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Wordnet 3.0

NOUN (1)

1. (logic) a proposition that is accepted as true in order to provide a basis for logical reasoning;
[syn: postulate, posit]

VERB (3)

1. maintain or assert;
- Example: "He contended that Communism had no future"
[syn: contend, postulate]

2. take as a given; assume as a postulate or axiom;
- Example: "He posited three basic laws of nature"
[syn: postulate, posit]

3. require as useful, just, or proper;
- Example: "It takes nerve to do what she did"
- Example: "success usually requires hard work"
- Example: "This job asks a lot of patience and skill"
- Example: "This position demands a lot of personal sacrifice"
- Example: "This dinner calls for a spectacular dessert"
- Example: "This intervention does not postulate a patient's consent"
[syn: necessitate, ask, postulate, need, require, take, involve, call for, demand]

The Collaborative International Dictionary of English v.0.48:

Postulate \Pos"tu*late\, a. Postulated. [Obs.] --Hudibras. [1913 Webster]
The Collaborative International Dictionary of English v.0.48:

Postulate \Pos"tu*late\, v. t. [imp. & p. p. Postulated; p. pr. & vb. n. Postulating.] 1. To beg, or assume without proof; as, to postulate conclusions. [1913 Webster] 2. To take without express consent; to assume. [1913 Webster] The Byzantine emperors appear to have . . . postulated a sort of paramount supremacy over this nation. --W. Tooke. [1913 Webster] 3. To invite earnestly; to solicit. [Obs.] --Bp. Burnet. [1913 Webster]
The Collaborative International Dictionary of English v.0.48:

Postulate \Pos"tu*late\, n. [L. postulatum a demand, request, prop. p. p. of postulare to demand, prob. a dim. of poscere to demand, prob. for porcscere; akin to G. forschen to search, investigate, Skr. prach to ask, and L. precari to pray: cf. F. postulat. See Pray.] 1. Something demanded or asserted; especially, a position or supposition assumed without proof, or one which is considered as self-evident; a truth to which assent may be demanded or challenged, without argument or evidence. [1913 Webster] 2. (Geom.) The enunciation of a self-evident problem, in distinction from an axiom, which is the enunciation of a self-evident theorem. [1913 Webster] The distinction between a postulate and an axiom lies in this, -- that the latter is admitted to be self-evident, while the former may be agreed upon between two reasoners, and admitted by both, but not as proposition which it would be impossible to deny. --Eng. Cyc. [1913 Webster]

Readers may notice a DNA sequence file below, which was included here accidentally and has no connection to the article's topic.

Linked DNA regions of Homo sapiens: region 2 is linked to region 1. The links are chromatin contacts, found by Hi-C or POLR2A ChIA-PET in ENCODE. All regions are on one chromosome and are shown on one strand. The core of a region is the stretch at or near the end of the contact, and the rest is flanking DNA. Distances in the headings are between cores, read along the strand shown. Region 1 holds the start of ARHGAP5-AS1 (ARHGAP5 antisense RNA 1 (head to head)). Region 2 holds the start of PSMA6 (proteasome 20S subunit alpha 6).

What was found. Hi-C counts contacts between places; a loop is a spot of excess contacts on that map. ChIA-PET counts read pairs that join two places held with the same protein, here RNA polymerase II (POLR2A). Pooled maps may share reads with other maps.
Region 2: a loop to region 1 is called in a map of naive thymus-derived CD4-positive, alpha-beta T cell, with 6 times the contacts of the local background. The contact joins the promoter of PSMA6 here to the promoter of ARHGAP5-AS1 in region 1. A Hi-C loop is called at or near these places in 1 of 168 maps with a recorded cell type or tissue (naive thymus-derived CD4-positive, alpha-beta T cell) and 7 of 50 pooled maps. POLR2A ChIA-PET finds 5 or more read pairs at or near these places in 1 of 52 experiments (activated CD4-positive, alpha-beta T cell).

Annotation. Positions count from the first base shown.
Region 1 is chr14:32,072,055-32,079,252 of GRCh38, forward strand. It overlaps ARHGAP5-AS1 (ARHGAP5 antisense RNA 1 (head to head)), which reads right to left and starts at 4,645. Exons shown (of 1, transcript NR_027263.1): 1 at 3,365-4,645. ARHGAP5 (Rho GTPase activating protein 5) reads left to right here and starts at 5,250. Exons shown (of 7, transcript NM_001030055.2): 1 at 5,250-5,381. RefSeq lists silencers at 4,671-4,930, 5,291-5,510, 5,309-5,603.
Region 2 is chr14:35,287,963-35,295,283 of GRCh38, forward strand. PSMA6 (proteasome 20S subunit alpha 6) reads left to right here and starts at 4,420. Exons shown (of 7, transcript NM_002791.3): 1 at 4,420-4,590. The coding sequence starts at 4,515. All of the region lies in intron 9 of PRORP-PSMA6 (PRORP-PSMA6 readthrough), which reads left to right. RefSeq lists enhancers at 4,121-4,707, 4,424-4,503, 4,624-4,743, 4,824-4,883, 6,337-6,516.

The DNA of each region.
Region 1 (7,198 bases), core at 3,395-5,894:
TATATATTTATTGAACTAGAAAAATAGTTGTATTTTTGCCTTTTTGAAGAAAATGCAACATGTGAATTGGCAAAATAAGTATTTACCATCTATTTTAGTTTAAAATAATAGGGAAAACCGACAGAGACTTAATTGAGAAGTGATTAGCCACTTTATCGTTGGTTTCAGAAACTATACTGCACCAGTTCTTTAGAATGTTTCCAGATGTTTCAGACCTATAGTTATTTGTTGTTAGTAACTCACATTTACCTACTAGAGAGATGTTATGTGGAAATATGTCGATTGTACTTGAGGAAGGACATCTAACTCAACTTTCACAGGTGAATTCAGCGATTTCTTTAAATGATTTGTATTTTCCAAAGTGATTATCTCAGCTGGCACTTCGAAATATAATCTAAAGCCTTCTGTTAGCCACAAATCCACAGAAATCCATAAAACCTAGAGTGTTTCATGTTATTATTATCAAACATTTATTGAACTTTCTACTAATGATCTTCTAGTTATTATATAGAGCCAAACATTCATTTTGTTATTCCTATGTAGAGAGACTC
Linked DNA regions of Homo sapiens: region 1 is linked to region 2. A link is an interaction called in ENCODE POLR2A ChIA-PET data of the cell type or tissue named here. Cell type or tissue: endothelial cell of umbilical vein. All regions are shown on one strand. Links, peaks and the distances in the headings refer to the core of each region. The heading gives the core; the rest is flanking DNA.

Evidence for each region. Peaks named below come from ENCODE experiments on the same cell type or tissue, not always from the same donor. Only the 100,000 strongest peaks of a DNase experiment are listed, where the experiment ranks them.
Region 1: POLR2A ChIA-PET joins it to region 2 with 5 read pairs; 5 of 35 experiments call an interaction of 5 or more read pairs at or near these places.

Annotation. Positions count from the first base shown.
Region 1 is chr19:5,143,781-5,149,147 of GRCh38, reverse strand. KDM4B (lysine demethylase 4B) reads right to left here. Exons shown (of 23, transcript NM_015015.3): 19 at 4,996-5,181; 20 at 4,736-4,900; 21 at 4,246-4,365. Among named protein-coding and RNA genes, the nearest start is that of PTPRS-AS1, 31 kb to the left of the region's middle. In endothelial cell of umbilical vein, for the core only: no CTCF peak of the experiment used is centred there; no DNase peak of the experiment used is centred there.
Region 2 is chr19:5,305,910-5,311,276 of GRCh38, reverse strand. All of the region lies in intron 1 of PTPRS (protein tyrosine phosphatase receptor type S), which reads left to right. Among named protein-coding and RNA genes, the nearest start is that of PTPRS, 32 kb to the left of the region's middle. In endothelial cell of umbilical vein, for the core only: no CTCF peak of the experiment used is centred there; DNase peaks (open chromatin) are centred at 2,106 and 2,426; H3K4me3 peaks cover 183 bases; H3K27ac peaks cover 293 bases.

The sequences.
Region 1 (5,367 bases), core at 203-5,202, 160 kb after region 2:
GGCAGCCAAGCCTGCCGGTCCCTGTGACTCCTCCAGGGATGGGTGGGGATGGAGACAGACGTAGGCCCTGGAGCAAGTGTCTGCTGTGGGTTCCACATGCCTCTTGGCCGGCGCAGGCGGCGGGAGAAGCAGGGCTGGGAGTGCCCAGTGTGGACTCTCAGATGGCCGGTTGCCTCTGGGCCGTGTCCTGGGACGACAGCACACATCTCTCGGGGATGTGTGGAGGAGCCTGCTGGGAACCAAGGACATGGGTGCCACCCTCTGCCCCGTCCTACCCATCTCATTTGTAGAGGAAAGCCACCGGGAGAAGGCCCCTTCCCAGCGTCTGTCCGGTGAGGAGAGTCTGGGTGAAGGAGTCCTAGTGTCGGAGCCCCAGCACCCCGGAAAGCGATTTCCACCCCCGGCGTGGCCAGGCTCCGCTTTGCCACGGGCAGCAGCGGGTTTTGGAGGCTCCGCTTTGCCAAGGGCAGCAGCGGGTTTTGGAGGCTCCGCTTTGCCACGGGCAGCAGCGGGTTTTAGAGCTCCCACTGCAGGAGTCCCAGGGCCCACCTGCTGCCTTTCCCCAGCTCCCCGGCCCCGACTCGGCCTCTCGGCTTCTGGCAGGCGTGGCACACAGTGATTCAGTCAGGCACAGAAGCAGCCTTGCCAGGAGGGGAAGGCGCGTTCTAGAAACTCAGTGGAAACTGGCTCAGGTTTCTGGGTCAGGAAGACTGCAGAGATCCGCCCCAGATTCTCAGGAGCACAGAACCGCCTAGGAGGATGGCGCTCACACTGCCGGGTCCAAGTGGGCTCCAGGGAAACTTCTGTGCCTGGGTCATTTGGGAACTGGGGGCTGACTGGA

Moby Thesaurus II by Grady Ward, 1.0:

191 Moby Thesaurus words for "postulate": a priori principle, a priori truth, absolute fact, accepted fact, actual fact, admitted fact, advance, affirm, affirmation, apriorism, assert, assertion, assume, assumed position, assumption, avant-propos, aver, axiom, bald fact, bare fact, basis, breakthrough, bring before, bring forward, bring up, broach, brocard, brutal fact, call, categorical proposition, center, challenge, circumstance, claim, cold fact, commend to attention, conceded fact, conjecture, core, data, datum, demonstrable fact, dictate, dictum, elixir, empirical fact, essence, essential, established fact, exact, exordium, fact, fact of experience, first principles, flower, focus, foreword, formula, foundation, front matter, frontispiece, fundamental, gist, given fact, golden rule, gravamen, ground, guesswork, hard fact, heart, hypostasis, hypothesis, hypothesis ad hoc, indisputable fact, inescapable fact, inference, inner essence, innovation, introduce, introduction, kernel, launch, law, lay before, lay down, leap, lemma, major premise, make a motion, marrow, matter of fact, meat, minor premise, moot, move, naked fact, not guesswork, not opinion, nub, nucleus, nuts and bolts, offer a resolution, open up, overture, philosopheme, philosophical proposition, pith, plain, pose, posit, position, positive fact, postulation, postulatum, preamble, predicate, preface, prefer, prefix, prefixture, preliminary, prelude, premise, presume, presumption, presupposal, presupposition, principium, principle, proem, prolegomena, prolegomenon, prolepsis, prologue, propose, proposition, propositional function, propound, protasis, provable fact, put forth, put forward, put it to, quid, quiddity, quintessence, recommend, require, requisition, rule, salient fact, sap, self-evident fact, self-evident truth, set before, set forth, set of postulates, settled principle, significant fact, simple fact, sober fact, solicit, soul, spirit, start, statement, stubborn fact, stuff, submit, substance, suggest, sumption, supposal, supposing, supposition, surmise, the case, the nitty-gritty, theorem, thesis, truism, truth, truth table, truth-function, truth-value, undeniable fact, universal truth, verse, voluntary, well-known fact, working hypothesis